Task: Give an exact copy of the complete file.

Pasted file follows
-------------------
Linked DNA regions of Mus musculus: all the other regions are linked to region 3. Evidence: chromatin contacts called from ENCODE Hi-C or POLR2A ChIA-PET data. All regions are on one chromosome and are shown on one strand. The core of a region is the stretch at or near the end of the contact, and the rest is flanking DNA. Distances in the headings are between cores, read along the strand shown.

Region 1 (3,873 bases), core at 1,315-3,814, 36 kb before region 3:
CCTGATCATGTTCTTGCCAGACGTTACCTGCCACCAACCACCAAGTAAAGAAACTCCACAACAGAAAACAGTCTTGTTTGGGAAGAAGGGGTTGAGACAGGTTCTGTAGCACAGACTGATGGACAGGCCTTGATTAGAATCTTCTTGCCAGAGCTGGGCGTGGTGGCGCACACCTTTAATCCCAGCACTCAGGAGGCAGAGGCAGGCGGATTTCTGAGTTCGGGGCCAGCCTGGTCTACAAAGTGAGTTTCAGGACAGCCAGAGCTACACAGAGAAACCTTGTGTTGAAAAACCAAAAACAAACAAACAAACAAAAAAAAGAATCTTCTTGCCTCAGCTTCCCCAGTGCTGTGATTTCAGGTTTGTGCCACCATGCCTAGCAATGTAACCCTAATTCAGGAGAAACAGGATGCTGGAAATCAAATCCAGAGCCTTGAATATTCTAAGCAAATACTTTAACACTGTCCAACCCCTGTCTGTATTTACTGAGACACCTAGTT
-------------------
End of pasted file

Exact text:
Linked DNA regions of Mus musculus: all the other regions are linked to region 3. Evidence: chromatin contacts called from ENCODE Hi-C or POLR2A ChIA-PET data. All regions are on one chromosome and are shown on one strand. The core of a region is the stretch at or near the end of the contact, and the rest is flanking DNA. Distances in the headings are between cores, read along the strand shown.

Region 1 (3,873 bases), core at 1,315-3,814, 36 kb before region 3:
CCTGATCATGTTCTTGCCAGACGTTACCTGCCACCAACCACCAAGTAAAGAAACTCCACAACAGAAAACAGTCTTGTTTGGGAAGAAGGGGTTGAGACAGGTTCTGTAGCACAGACTGATGGACAGGCCTTGATTAGAATCTTCTTGCCAGAGCTGGGCGTGGTGGCGCACACCTTTAATCCCAGCACTCAGGAGGCAGAGGCAGGCGGATTTCTGAGTTCGGGGCCAGCCTGGTCTACAAAGTGAGTTTCAGGACAGCCAGAGCTACACAGAGAAACCTTGTGTTGAAAAACCAAAAACAAACAAACAAACAAAAAAAAGAATCTTCTTGCCTCAGCTTCCCCAGTGCTGTGATTTCAGGTTTGTGCCACCATGCCTAGCAATGTAACCCTAATTCAGGAGAAACAGGATGCTGGAAATCAAATCCAGAGCCTTGAATATTCTAAGCAAATACTTTAACACTGTCCAACCCCTGTCTGTATTTACTGAGACACCTAGTT